Add egg mix to the frying pan. Scramble eggs lightly by pushing the eggs around with a spatula.

When the eggs are halfway cooked, add 3 tablespoons of vegetable oil.

Quickly add the rice. As you can see from my stellar photography skills that the cooking eggs halfway, add vegetable oil and add rice happens really fast. So fast that I couldn’t get a good picture. You basically stir the eggs a couple times and then bam! Time to add vegetable oil and rice. So work quickly. Stir continuously until all the little pieces of rice are lightly coated in oil, separated and eggs are fully cooked.

Add soy sauce and stir continuously till soy sauce is well distributed in the rice.

Serve warm. I should add that you can put meat in it too. After the soy sauce is well distributed, add fully cooked meat and stir.


I can remember as a child sitting at the table helping my mom make lumpia. I would help with separating the shells and let me tell you that was no easy feat! The shells are paper tissue thin! What makes lumpia unique is that it is mostly meat versus mostly vegetable that you would find in spring rolls or egg rolls. This is a long process so it is something I only make every few months. The good news is that it makes a lot! So it will last a couple of months! There are a gazillion different recipes for Lumpia but this is how my mom (who is 100% Filipina) taught me to make it! I am sure her recipe has a slight American influence!

Let’s start with the lumpia wrap. When I say “paper tissue thin” I think that is still an understatement! It is a very delicate wrap.

When I was a child, they sold it as one solid frozen package of wraps. We would set it on the counter to thaw out and then painfully separate each wrap. I would say about 10% of the wraps would get tossed because it would just rip trying to separate it. However, the lumpia wrap makers made it easier over the years! Now you can purchase the lumpia wraps all ready separated! There is a thin plastic sheet between each wrap! The bad news, you get less wraps. The package has only 30 wraps in it where I believe the solid frozen chunk of wraps had 50 wraps in it. Considering a portion always rips and gets tossed in the 50 count wraps package, I figure the 30 wraps package is still a great deal! Also, it is only $2.95 for the 30 wraps! How much did you pay for that one egg roll? LOL

Again, the right soy sauce makes the world of difference in this dish. We stick to our usual which is Marca Pina Soy Sauce. One, it is freaking cheap! A wine bottle size costs $1.95! We love this one because it is flavorful! Yes, it has that salty goodness to it but it isn’t overwhelmingly salty . . . it is just right!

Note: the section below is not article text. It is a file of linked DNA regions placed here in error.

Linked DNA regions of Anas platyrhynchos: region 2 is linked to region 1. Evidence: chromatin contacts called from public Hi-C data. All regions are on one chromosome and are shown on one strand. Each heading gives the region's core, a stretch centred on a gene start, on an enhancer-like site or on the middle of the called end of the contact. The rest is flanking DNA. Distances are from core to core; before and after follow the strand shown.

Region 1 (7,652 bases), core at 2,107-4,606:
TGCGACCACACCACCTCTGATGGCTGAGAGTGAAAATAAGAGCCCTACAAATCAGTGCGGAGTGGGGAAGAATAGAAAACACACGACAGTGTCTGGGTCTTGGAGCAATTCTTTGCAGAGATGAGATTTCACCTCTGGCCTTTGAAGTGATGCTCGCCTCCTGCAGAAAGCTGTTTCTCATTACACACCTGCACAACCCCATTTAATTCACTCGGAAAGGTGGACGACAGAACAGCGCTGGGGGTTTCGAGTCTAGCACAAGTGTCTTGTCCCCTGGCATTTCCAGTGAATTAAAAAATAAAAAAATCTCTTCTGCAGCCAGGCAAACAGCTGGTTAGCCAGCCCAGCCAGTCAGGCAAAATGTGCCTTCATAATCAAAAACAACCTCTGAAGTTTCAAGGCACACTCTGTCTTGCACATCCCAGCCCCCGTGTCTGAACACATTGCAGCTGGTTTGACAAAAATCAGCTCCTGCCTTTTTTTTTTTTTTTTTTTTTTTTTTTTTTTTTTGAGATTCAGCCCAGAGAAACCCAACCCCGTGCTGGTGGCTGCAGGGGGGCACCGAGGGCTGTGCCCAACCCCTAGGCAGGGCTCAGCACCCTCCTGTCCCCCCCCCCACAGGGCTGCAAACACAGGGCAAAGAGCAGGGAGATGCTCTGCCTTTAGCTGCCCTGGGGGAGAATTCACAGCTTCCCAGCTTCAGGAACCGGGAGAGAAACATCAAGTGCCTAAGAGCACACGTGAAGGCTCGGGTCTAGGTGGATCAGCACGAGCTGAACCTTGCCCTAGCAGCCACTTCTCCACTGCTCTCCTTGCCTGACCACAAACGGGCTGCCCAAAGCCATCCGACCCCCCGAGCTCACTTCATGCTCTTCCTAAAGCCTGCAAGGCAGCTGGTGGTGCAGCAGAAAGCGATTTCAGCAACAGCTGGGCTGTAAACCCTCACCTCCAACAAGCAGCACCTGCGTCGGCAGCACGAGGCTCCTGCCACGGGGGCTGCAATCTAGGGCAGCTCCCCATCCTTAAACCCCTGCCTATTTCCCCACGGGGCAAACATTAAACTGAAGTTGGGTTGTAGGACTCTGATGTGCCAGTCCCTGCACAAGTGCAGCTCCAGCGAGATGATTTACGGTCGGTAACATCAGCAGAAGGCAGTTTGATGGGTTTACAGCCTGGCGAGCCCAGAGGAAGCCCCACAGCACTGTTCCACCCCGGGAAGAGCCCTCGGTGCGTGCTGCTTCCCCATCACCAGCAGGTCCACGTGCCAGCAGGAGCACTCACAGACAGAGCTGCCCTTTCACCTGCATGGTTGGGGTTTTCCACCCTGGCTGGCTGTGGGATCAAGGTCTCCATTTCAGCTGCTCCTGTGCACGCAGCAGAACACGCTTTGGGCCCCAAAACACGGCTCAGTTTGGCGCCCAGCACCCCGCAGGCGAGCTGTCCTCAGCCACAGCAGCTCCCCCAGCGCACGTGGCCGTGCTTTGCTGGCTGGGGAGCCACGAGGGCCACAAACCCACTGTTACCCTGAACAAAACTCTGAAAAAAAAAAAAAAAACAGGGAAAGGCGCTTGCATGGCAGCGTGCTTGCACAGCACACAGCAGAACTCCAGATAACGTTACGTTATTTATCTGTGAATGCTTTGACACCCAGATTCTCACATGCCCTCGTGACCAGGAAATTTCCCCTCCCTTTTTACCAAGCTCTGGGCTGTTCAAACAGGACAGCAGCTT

So let’s get started!


  • 3 Packages of Lumpia Wraps

  • 1/2 cup of diced onions (the regular blog followers know that I just remove my previously diced onions from the freezer)

  • 1 clove of garlic, minced or 2 teaspoons of World Spice Minced Garlic (we prefer World Spice in almost all of our recipes)

  • 2 tablespoons of vegetable oil

  • 1/4 cup of Marca Pina Soy Sauce

  • 4 lbs of ground beef

  • 2 cups of cole slaw veggies (contains shredded cabbage and carrots, found near the bagged salads)

  • 1 egg white


Lay lumpia wraps on the counter to thaw out to room temperature (takes only about an hour). I just go ahead with the rest of this recipe and by the time I get to needing the wraps, they are thawed out enough to use.

Chop down the coleslaw veggies into smaller pieces. Normally, we would put this in our food precessor and let the food processor slice it up more but we couldn’t find it. Things just magically disappear in our house all the time, lol. That’s ok though because my Grandad had given us this most awesome cutting board and blade. The solid wood block is concaved in the middle. We put the veggies into this well and rock the blade back and forth over the cabbage and carrots to mince it up. Set the minced up veggies aside. You can also flip the wood block over and use the flat piece to cut on to. We absolutely love this wood block and blade set, it is amazing! Of course, I should say the hubby loves it . . . I don’t play with sharp items because of my irrational fear of knives and my history of self-inflicted wounds, lol (if you’ve been following my blog, this makes complete sense, lol).

In a wok or in our case since we don’t own a wok, a large chicken fryer (a large and deep frying pan) add the diced onions, garlic, vegetable oil and soy sauce. I used to have a wok, an electric one at that and it too disappeared somewhere in the Pack household, lol. I like kitchen appliances, all of them, so much so I had too many so I think the hubby made them “disappear” but won’t own up to it, lol. Cook the onions and garlic over medium heat until onions are semi-translucent.

Add the ground beef. Fully cook the ground beef. Be sure to crumble the beef into tiny pieces and stir well while cooking to ensure the meat is covered in the onions, garlic vegetable oil and soy sauce. I find it easier to allow steam to help cook the meat and will cover the pan with a lid. Drain all the liquid from the meat once fully cooked and return it back to the same wok or pan. Place back onto the stove over the same medium heat.